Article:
# 1st Algorithmic Breakthrough in 40 years for solving the Minimum Spanning Tree (MST) Replacement Edges problem

One of the most studied algorithms in computer science is called “Minimum Spanning Tree” or MST. In this problem, one is given a graph comprised of vertices and weighted edges, and asked to find a subset of edges that connects all of the vertices, and the total sum of their weights is as small as possible. Many real-world optimization problems are solved by finding a minumum spanning tree, such as lowest cost for distribution on road networks where intersections are vertices and weights could be length of the road or time to drive that segment. In 1926, Czech scientist Otakar Borůvka was the first to design an MST algorithm. Other famous approaches to solving MST are often given by the name of the scientist who designed MST algorithm in the late 1950’s such as Prim, Kruskal, and Dijkstra.

Several important variations of MST are also used in real applications, including the replacement problem. Imagine a use case when an edge in the MST degrades and either has a significanly increased cost or is removed entirely. One must quickly find the lowest cost “replacement edge” that reconnects the spanning tree. Several algorithms are known for this MST replacement edge problem. The first algorithm, due to Spira and Pan in 1975, took cubic time in the number of vertices. They presented an $O(n^2)$ algorithm to update the MST when new vertices are added, and could find all replacement edges in $O(n^3)$ time, where $n$ is the number of vertices in the graph. This was improved by Chin and Houck in 1978 to a quadratic time algorithm, or $O(n^2)$, using a more efficient approach to insert and delete vertices from the graph. The best approach to date is due to Tarjan in 1979, who gave an $O(m \alpha(n, m))$ time algorithm using path compression, where $m$ is the number of edges in the graph and $\alpha(n, m)$ is the inverse Ackermann’s function. $\alpha()$ is a very slow growing function, usually a number around 3 or 4 in practice, but still a gap has remained if a better approach exists.

For the first time in 40 years, progress has been made on this important graph algorithm. With Paul Burkhardt, we’ve designed a simple algorithm that runs very fast in linear time and space, or $O(n+m)$ where $n$ and $m$ are the number of vertices and edges, respectively, in the graph. The paper entitled A Linear Time Algorithm for Finding Minimum Spanning Tree Replacement Edges is now available in Arxiv. The main result of this paper is the first linear-time algorithm for finding all replacement edges in the minimum spanning tree. Our linear time and space algorithm is an asymptotic improvement from all prior algorithms, uses only simple arrays and Gabow-Tarjan disjoint set union data structures, alleviates the need to use least common ancestor (LCA) algorithms, and is easy to implement.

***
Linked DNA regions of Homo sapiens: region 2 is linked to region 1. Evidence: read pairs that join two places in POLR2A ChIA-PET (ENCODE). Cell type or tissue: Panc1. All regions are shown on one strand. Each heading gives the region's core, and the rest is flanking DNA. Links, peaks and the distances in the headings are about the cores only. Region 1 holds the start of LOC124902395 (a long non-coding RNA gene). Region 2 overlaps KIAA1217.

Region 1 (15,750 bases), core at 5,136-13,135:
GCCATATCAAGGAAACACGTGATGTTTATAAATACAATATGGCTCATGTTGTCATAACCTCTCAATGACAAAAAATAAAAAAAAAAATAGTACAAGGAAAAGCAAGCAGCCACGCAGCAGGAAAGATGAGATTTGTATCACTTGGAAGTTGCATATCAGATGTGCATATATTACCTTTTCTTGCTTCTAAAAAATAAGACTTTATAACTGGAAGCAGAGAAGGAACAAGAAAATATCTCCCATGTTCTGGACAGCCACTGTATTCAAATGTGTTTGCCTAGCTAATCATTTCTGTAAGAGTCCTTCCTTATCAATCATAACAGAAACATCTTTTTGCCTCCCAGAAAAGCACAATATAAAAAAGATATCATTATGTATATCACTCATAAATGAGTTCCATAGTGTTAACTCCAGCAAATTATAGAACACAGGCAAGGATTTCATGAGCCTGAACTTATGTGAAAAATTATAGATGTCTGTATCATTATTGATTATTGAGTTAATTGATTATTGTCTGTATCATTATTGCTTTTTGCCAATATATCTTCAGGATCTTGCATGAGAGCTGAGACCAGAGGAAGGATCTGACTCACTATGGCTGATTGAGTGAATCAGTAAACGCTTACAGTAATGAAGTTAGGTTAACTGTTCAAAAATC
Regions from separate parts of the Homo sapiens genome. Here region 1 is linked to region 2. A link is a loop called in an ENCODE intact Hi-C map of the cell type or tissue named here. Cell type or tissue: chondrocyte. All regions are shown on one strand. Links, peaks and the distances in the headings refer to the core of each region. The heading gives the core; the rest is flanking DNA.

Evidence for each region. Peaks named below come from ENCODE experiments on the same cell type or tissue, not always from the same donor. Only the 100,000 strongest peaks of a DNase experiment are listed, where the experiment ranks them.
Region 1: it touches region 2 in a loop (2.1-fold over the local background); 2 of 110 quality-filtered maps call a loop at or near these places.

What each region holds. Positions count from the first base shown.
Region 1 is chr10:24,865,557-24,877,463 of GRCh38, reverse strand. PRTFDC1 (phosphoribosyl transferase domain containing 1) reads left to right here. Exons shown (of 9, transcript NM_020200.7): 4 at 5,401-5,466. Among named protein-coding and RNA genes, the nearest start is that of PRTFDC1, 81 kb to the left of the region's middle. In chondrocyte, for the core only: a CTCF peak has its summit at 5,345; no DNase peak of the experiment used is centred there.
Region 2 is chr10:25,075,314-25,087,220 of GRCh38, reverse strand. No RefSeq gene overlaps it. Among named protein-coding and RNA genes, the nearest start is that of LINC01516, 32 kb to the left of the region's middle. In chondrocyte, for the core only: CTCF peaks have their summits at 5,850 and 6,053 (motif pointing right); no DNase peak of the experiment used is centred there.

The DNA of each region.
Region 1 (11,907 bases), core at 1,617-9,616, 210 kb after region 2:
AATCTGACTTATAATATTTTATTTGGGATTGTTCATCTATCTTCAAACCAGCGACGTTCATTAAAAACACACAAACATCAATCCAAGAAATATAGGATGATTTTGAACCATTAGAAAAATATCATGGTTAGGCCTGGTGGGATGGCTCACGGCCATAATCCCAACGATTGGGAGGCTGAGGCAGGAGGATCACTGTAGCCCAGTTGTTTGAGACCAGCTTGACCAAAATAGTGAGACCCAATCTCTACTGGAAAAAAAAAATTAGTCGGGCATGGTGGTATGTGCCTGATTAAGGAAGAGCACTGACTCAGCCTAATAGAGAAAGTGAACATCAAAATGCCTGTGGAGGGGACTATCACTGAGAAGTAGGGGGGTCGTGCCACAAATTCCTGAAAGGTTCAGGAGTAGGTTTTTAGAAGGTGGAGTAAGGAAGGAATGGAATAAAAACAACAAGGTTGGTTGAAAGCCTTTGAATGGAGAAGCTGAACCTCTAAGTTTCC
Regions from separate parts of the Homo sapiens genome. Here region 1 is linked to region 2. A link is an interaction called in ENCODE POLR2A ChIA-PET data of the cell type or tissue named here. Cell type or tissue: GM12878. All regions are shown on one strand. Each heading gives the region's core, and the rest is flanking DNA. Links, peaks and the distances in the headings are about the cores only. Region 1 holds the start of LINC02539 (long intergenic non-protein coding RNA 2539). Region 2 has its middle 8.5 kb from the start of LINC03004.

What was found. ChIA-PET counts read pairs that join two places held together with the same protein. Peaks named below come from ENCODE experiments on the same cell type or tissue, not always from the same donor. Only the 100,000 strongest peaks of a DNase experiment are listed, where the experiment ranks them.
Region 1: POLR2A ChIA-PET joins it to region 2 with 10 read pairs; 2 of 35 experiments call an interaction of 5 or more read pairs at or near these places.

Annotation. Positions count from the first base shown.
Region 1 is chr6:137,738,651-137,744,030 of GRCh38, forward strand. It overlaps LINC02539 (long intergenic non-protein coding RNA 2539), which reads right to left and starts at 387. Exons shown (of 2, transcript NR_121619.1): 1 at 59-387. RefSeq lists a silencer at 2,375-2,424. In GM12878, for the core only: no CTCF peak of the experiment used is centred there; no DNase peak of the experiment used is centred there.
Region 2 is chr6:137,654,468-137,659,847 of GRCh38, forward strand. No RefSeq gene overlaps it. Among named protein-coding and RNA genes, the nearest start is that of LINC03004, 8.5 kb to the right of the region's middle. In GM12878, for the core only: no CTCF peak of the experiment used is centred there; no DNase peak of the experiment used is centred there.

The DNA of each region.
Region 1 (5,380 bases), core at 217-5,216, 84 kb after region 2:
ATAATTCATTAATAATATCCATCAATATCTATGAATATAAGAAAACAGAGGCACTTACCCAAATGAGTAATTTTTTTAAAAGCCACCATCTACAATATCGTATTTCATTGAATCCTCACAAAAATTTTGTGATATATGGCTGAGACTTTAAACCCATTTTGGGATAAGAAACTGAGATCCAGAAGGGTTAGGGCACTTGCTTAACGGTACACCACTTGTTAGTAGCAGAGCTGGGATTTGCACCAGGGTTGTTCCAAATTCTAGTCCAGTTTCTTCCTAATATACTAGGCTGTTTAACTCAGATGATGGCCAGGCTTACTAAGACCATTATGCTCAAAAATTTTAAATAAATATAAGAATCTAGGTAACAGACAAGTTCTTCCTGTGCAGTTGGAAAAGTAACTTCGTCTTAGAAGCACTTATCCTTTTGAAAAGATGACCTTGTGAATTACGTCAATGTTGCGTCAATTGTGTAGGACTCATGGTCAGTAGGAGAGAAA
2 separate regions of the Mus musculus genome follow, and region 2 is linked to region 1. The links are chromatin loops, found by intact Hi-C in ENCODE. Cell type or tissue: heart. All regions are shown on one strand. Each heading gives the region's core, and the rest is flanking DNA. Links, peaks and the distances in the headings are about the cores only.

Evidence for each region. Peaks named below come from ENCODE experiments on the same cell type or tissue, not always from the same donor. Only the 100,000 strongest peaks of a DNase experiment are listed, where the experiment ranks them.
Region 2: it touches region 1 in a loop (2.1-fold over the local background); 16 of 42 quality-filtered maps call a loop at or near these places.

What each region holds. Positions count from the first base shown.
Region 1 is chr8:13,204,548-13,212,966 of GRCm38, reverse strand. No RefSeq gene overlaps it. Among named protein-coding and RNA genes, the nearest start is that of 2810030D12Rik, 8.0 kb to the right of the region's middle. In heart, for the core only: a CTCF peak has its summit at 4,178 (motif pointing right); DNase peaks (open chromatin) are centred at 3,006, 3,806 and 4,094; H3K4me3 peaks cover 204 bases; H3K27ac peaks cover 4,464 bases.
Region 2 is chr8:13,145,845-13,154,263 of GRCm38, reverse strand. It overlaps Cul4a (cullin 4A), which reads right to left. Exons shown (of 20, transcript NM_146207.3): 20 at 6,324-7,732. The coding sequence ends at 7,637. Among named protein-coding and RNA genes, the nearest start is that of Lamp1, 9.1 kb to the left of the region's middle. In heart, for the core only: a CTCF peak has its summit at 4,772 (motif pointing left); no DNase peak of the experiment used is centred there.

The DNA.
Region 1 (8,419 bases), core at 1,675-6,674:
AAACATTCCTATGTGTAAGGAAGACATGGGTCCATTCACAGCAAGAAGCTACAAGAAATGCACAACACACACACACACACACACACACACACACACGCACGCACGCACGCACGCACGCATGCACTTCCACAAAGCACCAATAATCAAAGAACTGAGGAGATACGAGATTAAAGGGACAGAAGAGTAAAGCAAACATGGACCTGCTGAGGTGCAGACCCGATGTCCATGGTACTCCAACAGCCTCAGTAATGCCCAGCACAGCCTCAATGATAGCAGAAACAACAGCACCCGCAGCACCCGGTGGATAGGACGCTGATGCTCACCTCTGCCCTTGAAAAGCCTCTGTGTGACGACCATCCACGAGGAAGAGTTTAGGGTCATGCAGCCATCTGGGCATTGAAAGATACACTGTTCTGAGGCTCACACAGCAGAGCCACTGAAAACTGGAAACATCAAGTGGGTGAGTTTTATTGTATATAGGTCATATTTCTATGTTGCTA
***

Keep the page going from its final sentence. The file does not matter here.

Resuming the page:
Other important graph algorithms need to find replacement edges, a step often considered their bottleneck in performance. For example, the most vital edge of a connected, weighted graph $G$ is the edge whose removal causes the largest increase in the weight of the minimum spanning tree. When the graph contains bridges, the most vital edge is undefined. Several algorithms were designed in the early 1990’s for the most vital edge, including $O(m \log m)$ and $O(n^2)$ time from Hsu et al. in 1991, and improvements to this approach by Iwano and Katoh in 1993 with $O(m+n \log n)$ and $O(m \alpha(m,n))$ time algorithms. When using our new MST replacement edge algorithm, we now can find the most vital edge in linear time (or $O(n)$) by simply finding the tree edge with maximum difference in weight from its replacement edge. Thus, our approach is the first linear algorithm for finding the most vital edge of the minimum spanning tree. ##### David A. Bader
###### Distinguished Professor and Director of the Institute for Data Science

David A. Bader is a Distinguished Professor in the Department of Computer Science at New Jersey Institute of Technology.